Tuesday, November 7, 2017

Lugano in B&W

Back in the Italian part of Switzerland for the autumn break and we are falling in love with this corner of the world all over again.

Ticino is a land of artists where culture is still a way of life. It is a place where art, architecture and history are intertwined with breathtaking nature and impressive landscapes.

With its lakes and mountains Ticino is typically Swiss but with added sunshine and Mediterranean flair. The mix inspires lifestyle as well as food and drink.


Parco Ciani is the green heart of the city of Lugano, a beautiful public park of 63'000 sqm.


Villa Ciani, a beautiful mid-1800’s mansion with sober neoclassical shapes 
featuring 30 frescoed rooms. 


In 1912 the villa and the park were purchased by the city of Lugano.


The funicular Angioli is (was) the fourth funicular of Lugano and certainly the most unknown.
In 1910 this funicular was built and started to link the lake promenade to the big hotels in 1913. In 1973, the owner gave the funicular to the City of Lugano whom decided to suspend the exploitation in 1987.


The church of S. Tommaso at Agra. The church initially belonged to the parish of S. Pietro in Pambio and then became an under-parish in 1591.


Happy Hour Ticino Style.
Waterfront lounging in Morcote.


The picturesque village on the shores of lake Lugano prevailed over 12 contestants to win the title of “Most beautiful village of Switzerland 2016”.


 With its characteristic small alleys, the arcades of old patrician homes, valuable architectural monuments and its natural beauty, Morcote is considered “the Pearl of Ceresio”.

Friday, November 3, 2017

Swiss Cuisine: facts & figures

Switzerland owes its rich culinary heritage to its great many regional specialities. Many traditional dishes have their roots in Switzerland’s farming culture.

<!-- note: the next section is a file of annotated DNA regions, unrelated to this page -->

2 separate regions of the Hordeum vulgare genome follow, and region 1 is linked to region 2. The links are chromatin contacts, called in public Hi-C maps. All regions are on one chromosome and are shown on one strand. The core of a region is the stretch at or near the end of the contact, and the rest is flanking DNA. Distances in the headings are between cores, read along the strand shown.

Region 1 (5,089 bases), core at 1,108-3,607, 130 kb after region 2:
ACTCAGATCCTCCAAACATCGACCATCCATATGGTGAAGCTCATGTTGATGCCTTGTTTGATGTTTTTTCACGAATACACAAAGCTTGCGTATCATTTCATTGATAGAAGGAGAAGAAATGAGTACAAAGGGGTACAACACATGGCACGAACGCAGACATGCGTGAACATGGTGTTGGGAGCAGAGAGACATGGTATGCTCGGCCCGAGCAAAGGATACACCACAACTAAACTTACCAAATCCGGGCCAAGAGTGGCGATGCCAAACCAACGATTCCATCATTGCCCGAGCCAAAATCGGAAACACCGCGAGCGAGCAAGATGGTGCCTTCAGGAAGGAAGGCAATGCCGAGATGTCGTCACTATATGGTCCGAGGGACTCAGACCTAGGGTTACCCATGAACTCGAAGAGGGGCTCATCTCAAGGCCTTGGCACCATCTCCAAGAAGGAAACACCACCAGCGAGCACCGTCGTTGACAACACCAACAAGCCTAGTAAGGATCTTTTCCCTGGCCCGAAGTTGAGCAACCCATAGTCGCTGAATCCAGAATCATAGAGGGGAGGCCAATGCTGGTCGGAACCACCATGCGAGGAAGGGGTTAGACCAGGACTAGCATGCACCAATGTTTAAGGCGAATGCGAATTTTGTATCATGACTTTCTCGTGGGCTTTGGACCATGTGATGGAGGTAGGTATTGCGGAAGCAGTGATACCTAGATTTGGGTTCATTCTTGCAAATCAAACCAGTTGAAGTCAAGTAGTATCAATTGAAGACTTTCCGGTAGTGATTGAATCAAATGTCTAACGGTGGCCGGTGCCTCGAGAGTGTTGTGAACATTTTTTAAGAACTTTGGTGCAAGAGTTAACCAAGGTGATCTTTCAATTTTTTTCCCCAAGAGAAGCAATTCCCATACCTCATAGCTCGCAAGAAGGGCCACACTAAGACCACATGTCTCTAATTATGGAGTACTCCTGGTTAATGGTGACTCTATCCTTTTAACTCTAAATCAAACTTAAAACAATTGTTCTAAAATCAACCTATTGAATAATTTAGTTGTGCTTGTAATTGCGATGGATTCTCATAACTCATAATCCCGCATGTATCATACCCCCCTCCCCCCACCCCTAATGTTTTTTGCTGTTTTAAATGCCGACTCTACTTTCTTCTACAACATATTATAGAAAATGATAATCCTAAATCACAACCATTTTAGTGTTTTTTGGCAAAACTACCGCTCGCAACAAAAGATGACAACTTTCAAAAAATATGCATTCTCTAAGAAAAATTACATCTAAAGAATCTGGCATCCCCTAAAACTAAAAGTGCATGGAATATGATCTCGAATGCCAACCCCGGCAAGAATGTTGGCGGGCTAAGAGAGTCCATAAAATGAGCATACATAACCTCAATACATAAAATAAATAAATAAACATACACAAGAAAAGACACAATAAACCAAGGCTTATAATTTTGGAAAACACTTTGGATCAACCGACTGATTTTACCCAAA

- Around 400 different Swiss products, such as “Gruyère” (cheese), “Longeole” (a sausage from Geneva) and “Basler Läckerli” (biscuits) are officially recognised as part of Switzerland’s culinary heritage.
- The Swiss eat the most chocolate in the world, consuming close to 11kg of chocolate, per person, per year.
- Switzerland has over 450 different cheeses.
- The Swiss consume 21.5kg of cheese per person, per year.
- There are more than 1,680 artisan bakeries in Switzerland.
- Switzerland has a huge assortment of sausages and dried meat specialities, which vary from region to region: “La Longeole” in Geneva and the “Saucisson Vaudois”, the “St. Galler Bratwurst” (veal frying sausage), “Jura boudin à la crème“ (blood sausage ), “Bündnerfleisch”, and “mortadella di fegato” (liver mortadella) from Ticino, to name but a few.
- Around 200 grape varieties are grown in Switzerland. 40 of these are indigenous varieties.
- Valais is the largest wine-making region. Over 50 different grape varieties are grown there.
- Absinthe, a plant-based spirit, was banned in Switzerland following a popular initiative in 1908. The ban was lifted in 2005.
- Many homes in Switzerland use the powdered seasoning “Aromat”, which was invented by Knorr in 1952. In 1908 Maggi created its now famous and extremely popular stock cubes.